There are ghosts in Vietnam, didn’t anybody ever tell you that? There are silent tears on every corner and wide smiles too, real smiles mingled with the salty water in the air. Do you know why the air is so heavy here? The air is heavy with the weight of ghosts, ghosts that are made of droplets of memories that are not forgotten. I come home most nights smelling of grills cooking chicken and meat and ducks and sometimes dogs. But the smoke curls from these little grills like accusing pointedness with double joints and too many fingers. It stays in my nose all night and I wake up with a scratchy throat.
But I am not scared. These ghosts are friendly ghosts, they have funny smells and timid smiles. I am not scared but sometimes they make me sad. I am reminded of a history that is part of me and not part of me. Just like the smoke that curls into the threading of my clothing and the strands of my hair; I did not ask for it to be here but it has made a home in the knowledge that I feel the soft brush of beings that are in-between.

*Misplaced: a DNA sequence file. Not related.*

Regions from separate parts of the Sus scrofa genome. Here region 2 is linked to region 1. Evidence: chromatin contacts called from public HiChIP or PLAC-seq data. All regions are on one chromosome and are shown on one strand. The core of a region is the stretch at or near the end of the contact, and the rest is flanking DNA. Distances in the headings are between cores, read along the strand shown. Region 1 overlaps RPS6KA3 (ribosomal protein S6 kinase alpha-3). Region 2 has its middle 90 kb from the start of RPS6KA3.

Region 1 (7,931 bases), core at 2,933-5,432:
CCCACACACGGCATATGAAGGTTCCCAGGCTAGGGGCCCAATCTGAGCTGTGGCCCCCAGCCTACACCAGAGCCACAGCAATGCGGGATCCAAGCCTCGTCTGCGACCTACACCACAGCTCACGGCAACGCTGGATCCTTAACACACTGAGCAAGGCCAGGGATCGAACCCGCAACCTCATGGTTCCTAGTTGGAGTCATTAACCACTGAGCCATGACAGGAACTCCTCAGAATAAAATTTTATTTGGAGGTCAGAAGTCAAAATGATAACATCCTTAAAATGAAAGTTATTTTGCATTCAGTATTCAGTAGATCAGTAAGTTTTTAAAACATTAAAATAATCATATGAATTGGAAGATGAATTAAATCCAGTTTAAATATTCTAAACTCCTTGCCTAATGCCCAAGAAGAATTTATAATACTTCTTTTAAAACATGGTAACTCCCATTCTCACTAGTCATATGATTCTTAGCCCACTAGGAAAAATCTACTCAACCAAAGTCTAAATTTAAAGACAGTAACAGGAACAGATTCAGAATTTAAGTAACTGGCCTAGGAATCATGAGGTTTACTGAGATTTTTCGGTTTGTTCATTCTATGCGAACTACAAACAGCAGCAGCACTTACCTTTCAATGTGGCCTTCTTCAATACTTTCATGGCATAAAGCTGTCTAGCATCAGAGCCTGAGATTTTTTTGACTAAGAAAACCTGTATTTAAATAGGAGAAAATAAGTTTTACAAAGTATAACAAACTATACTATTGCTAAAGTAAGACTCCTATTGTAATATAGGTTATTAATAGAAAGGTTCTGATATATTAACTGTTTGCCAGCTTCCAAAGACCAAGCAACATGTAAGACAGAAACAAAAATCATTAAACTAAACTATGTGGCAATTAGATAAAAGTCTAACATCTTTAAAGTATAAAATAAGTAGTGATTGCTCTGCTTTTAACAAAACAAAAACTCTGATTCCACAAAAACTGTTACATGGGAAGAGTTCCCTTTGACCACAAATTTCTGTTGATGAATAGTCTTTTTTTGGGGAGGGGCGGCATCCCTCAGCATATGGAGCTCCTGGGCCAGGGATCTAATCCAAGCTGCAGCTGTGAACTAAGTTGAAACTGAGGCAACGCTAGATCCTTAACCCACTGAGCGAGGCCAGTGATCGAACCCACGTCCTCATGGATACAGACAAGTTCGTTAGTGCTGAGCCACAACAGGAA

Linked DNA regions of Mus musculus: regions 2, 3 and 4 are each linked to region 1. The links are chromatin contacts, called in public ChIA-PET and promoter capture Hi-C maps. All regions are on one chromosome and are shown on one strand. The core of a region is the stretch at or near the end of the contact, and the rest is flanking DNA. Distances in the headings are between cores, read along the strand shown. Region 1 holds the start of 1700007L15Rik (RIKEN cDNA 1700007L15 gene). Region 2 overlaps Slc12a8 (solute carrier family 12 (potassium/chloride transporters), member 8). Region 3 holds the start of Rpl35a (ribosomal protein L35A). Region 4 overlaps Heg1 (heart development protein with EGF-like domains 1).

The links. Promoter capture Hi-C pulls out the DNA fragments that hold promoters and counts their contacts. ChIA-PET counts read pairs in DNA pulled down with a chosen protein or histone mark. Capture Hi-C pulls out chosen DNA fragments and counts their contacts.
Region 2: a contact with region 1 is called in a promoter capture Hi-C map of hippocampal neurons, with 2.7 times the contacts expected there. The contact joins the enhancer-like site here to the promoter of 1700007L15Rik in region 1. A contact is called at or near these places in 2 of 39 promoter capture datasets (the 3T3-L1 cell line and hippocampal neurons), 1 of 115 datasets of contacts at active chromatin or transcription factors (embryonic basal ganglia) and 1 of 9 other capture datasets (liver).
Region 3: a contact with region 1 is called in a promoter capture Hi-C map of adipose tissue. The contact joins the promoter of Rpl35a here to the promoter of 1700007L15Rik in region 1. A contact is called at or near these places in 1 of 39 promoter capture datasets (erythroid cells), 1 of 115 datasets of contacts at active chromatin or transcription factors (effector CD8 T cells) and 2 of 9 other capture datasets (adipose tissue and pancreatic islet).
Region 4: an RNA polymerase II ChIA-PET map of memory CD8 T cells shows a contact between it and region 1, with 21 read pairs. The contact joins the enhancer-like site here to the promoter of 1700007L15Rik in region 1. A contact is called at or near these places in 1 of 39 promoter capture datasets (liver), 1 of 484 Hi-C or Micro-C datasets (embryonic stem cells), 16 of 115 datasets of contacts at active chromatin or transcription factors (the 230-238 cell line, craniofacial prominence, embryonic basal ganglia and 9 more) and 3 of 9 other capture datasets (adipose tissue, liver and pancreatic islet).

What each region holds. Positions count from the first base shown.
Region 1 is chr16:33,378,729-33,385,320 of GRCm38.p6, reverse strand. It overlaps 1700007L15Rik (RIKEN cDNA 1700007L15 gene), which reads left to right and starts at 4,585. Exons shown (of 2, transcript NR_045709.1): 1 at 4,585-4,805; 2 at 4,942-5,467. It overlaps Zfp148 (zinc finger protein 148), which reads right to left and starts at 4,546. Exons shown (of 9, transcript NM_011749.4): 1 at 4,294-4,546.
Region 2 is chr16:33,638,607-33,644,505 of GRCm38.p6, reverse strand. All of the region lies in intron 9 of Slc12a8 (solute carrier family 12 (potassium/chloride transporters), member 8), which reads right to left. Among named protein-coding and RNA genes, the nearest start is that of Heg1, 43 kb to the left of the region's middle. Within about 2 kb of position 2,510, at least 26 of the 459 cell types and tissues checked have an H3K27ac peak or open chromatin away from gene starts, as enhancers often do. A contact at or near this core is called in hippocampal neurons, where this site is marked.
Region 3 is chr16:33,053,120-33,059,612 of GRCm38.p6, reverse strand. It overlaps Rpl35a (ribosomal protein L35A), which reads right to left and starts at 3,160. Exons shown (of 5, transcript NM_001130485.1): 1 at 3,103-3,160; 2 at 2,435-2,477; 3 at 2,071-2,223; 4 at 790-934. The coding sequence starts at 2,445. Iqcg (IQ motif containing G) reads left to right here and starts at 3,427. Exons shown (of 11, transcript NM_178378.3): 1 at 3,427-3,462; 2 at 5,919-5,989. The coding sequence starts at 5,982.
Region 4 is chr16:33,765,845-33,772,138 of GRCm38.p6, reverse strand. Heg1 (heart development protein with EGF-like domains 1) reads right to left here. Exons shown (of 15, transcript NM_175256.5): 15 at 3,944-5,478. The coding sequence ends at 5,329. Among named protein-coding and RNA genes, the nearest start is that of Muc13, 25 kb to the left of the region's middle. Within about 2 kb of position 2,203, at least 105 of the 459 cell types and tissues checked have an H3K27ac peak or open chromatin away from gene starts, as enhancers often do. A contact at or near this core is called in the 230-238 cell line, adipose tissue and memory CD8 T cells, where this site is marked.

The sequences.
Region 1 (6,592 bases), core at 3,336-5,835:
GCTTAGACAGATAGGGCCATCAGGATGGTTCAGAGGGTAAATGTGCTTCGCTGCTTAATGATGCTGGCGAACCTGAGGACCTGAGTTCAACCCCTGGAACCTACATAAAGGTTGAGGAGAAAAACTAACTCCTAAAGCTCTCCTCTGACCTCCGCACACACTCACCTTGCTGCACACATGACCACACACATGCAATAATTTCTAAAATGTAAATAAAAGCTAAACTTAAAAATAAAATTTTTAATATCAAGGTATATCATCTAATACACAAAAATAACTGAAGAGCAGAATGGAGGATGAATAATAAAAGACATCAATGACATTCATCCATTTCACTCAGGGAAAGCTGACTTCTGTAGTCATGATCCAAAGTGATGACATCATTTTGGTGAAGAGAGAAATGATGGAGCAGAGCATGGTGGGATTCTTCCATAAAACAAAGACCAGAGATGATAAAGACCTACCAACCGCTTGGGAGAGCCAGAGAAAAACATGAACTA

This is a new place and an old place. Sounds of newness pervade every corner as buildings are constructed with dried noodles and crushed peanuts. Bricks made of ground teeth and the scraps of broken grenades hold up the houses of families huddled on their mattresses soaking in the television. I see them from my walk home and I love that a whole family can fit on one mattress. This is a new place but it has been built on the ruins of the old. Remnants of truths that we have chosen to forget. Why do you smile and hand me a cold beer? Why do you hook your arm in mine and chug with a kind nod of your head? Why do you pat me on the back and touch foreheads?
There are ghosts in Vietnam, somebody has now told you that. Maybe they are not silent but we choose to see through them. Maybe they follow us, huddling on our strong backs and experiencing the world from our tanned shoulders. Maybe the extra weight just feels like the humidity. The smoke just like smoke.